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Wednesday, May 13, 2015

Songs to sing

At riding on Monday, I was told to pick a song. I should sing this song in my head when I'm riding to keep the pace. I should sing this song out loud in an emergency, to calm the horse and keep myself breathing.

"Mine's a James Taylor song," the instructor said, adding, "I picked it in college."

So what's it going to be? I spent the car ride home cycling through options on my phone, none of them quite right. Most too slow, others I didn't know well enough to be able to count on in an emergency.

I was tempted to pick one of Cheryl Strayed's,  El Condor Pasa.

But that song's more for walking, of course.

Two of Us is the top contender at the moment. Other suggestions?

Monday, May 4, 2015

Begin Again

The stars, the planets, the moon, all tell us things. I don't mean like whether you are thrifty or dreamy or match well with the person in your bed. They tell you direction -- where you're going, where you've been. 

"Look where you are going." 

The ground was soft dirt, loose and dry. Rocks, hoof prints. Grass spread under the fence on one edge, where a horse might like to grab some. Edges of jumps, sometimes too close. Barn cats near the fence. She told me to look where I was going, not at the ground. 

"Look with your head, your shoulders, your hips." 

So I tried to see with my whole body, creaking and cracking and panting (this didn't feel like exercise when I was ten) but it didn't happen tonight. It doesn't happen all at once, learning to see with your whole body. 

"You're trying to lead him with just your fingers. Use your whole hand. Use your arm." 

I've been trying with just the parts that don't hurt. They are few: fingers, eyes. Mind, sometimes. Restriction in anticipation of pain or breaking. 

"Whatever you do with your body, the horse will also do." 

So this is how I will move. Paired with one who mimics me. 

Driving home, headed east, the moon was low, full, and russet. It reminded me of a moon when I was small. In the car, speeding through the night, it always felt like the moon was following us. One time it inched so close it took up half the urban sky. 

Tonight, it felt closer some moments, more distant others, but the message was clear: go on.

Saturday, April 18, 2015

Overheard in NY: Cancer Edition

Me, talking about my recent stress eating: I'm sad, and then I go and eat five cupcakes.

Therapist: Is eating five cupcakes necessarily a bad thing? I think it depends on the context.

Best. Therapist. Ever.

Thursday, April 16, 2015

Nothing to Worry About

Sometimes, I don't know how scared I am of something till it's over. Sometimes hearing that right now,  I'm okay is was makes the tears run hot.

So I had surgery Friday. Routine-ish -- more fat grafting to help heal the tissue damaged by radiation, with hopes that in a few months it will finally be ready to stretch again.

But the story goes back a bit farther. Two weeks before, I felt a telltale pressure under my skin on my left chest. I'd had a seroma (a collection of serous fluid, common post-op) there for months, and it seemed to be back. I went to see my surgeon, and he drained it in the office. We chatted about patients who have no boundaries (um, hopefully not me) while I kept my eyes carefully trained on the ceiling and not the giant needle he was using to drain pocket of fluid under my skin.

When he finished, he asked me if I'd hurt myself. I shrugged. 

"You didn't fall or anything?" There was blood in the fluid.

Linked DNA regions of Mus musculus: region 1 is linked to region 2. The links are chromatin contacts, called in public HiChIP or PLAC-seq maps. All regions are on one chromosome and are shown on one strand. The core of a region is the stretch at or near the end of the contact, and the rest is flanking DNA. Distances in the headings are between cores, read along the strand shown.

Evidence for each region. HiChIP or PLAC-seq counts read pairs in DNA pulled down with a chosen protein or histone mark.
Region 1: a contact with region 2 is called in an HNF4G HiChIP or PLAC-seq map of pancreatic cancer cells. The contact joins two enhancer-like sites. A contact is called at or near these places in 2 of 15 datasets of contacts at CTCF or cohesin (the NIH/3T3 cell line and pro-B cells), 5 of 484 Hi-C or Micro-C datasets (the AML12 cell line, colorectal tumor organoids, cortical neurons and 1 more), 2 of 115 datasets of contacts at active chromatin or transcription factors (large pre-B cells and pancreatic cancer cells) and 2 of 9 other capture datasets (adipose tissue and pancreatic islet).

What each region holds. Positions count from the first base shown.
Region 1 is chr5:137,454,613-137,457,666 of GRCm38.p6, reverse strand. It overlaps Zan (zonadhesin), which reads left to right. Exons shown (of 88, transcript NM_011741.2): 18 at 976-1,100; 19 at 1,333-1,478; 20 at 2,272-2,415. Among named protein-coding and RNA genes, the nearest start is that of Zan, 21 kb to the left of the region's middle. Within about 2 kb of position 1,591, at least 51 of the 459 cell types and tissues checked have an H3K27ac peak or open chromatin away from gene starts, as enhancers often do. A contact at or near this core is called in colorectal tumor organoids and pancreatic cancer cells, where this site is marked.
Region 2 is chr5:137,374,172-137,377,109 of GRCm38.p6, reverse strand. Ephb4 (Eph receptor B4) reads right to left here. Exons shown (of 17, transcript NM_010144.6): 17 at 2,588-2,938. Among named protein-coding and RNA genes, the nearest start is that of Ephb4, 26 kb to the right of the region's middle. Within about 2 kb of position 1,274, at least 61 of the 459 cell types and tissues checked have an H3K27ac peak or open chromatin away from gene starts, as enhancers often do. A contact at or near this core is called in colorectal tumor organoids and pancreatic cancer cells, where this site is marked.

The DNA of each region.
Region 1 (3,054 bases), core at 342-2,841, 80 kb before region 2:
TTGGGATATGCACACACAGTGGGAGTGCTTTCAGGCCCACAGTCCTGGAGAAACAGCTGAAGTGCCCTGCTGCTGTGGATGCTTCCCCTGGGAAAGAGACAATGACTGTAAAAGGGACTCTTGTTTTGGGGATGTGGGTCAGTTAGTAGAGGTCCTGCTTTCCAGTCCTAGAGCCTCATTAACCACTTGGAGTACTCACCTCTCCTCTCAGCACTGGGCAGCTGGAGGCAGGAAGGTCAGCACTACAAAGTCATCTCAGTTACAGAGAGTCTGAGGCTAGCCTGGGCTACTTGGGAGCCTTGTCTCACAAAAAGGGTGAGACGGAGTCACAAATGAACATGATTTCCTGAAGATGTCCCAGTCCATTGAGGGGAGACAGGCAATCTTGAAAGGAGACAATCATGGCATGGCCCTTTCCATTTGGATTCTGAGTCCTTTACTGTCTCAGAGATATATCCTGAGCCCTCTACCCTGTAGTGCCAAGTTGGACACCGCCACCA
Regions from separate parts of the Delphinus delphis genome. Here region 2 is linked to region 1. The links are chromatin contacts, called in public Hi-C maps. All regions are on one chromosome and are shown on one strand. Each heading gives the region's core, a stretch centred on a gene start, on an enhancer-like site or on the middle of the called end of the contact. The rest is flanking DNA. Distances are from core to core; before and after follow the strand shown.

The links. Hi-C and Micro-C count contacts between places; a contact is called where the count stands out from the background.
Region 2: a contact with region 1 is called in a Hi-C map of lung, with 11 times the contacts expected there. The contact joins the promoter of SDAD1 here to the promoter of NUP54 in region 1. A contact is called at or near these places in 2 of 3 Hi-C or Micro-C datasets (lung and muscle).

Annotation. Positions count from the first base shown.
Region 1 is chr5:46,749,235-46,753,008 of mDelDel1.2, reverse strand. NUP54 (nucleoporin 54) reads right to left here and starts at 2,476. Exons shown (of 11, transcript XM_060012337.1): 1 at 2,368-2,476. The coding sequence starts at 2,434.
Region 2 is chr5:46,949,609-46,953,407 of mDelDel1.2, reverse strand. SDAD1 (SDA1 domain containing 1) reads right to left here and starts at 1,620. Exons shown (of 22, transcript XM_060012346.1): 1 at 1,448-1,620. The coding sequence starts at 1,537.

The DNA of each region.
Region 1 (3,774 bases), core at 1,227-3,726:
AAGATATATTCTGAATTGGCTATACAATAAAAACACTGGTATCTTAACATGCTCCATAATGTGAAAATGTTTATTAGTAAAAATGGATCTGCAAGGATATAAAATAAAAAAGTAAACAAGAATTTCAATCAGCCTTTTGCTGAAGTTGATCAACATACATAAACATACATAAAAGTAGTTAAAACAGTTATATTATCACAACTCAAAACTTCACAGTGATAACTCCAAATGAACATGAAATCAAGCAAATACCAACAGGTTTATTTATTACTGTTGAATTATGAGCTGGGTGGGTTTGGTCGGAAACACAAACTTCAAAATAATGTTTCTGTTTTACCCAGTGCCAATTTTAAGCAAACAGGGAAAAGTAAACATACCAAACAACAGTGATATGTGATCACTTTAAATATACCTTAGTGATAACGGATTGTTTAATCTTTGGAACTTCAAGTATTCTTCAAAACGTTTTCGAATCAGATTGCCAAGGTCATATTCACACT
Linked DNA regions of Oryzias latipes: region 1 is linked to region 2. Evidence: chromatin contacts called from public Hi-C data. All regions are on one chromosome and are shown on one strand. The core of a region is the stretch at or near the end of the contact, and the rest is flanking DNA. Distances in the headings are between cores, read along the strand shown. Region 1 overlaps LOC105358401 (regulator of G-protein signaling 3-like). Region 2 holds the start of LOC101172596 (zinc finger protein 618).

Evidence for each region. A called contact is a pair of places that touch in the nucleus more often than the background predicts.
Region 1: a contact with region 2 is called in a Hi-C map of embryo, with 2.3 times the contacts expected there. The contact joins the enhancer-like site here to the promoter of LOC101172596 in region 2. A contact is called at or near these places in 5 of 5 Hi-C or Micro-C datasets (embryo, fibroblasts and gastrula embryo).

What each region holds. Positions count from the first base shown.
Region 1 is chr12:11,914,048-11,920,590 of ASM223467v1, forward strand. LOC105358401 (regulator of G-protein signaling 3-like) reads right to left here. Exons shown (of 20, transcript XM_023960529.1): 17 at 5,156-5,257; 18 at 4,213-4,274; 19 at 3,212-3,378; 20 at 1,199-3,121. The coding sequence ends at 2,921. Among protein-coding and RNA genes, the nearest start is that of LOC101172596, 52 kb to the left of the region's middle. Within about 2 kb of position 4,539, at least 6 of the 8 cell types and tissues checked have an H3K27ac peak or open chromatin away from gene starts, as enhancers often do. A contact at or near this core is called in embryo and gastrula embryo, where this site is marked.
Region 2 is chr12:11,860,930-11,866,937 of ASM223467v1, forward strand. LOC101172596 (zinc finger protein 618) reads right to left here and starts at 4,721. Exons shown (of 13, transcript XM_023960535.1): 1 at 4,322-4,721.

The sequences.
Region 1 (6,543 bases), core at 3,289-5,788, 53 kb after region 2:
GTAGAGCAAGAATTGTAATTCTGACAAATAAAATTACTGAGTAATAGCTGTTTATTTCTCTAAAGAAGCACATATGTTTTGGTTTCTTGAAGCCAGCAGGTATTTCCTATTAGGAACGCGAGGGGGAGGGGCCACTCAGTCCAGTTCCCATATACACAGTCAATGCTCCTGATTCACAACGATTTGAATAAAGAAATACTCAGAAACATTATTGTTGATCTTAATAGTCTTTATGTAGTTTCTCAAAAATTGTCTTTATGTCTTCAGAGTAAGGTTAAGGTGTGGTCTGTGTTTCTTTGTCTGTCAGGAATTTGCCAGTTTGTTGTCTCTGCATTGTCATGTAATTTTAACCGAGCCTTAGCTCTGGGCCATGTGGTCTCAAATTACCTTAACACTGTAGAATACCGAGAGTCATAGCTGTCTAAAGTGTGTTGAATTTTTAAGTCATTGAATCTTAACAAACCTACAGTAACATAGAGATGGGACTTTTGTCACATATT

I remembered that I fell in February (and December and January, and probably March -- I fell around seven times this winter. Thanks Effexor!). Flat on my face. I toppled like the statue of Saddam, was how I described it later to Matt. I told my surgeon.

"That's what it is, nothing to worry about."

So when the seroma reappeared a few days later, I didn't worry. I showed my surgeon in pre-op, he said they'd address it in the O.R. I walked in, got on the table, stared at the ceiling, tried to remember to breathe and imagine the place I wish I was, and a while later I woke up and Matt was telling me the fluid in my chest had been sent for cytology. To see what it was made of. To see, I deduced, if it was not good news.

"Oh," I said, casually. Then I asked for pain meds and nausea meds, and got a bunch of fentanyl and fell back to sleep.

In the following days I spent some time with Dr. Google trying to figure out what could be happening with that fluid; mostly I found clinical studies from before I was born, saying awfully scary things, but not relevant to me. 

Side note: I feel grateful that I now have the knowledge base to separate the relevant from the not relevant. That part of my brain has become stronger than the anxious little imp in there, and that was no easy feat.

So mostly I just waited, and told no one. And today when he texted me and told me all was good, I smiled and texted back "Yay!" and he said "It made my day," I stopped smiling and cried at my desk. Because he was worried, even if only a little, and I realized how scared I'd been without knowing it. Sometimes you don't realize the narrowness of the ledge, the length of the drop, until you take three long steps back.

And you realize, again and again, that it's pure luck, and not because you're special or did anything better than anyone else, that you didn't slip, that the ledge didn't crumble, and that for a moment the air was still. It's pure fucking luck.

I know someone who didn't get that tonight. She didn't get ideal conditions, and now she's facing a whole new drop. Send her your sweetest comfort, loves.

Friday, April 10, 2015

Did somebody say "Ssuurrggeerrryyy?!?"

I'm  in the little changing room, listening to talk about running out of robes.  I'm in slipper socks, but they're XXL for some reason.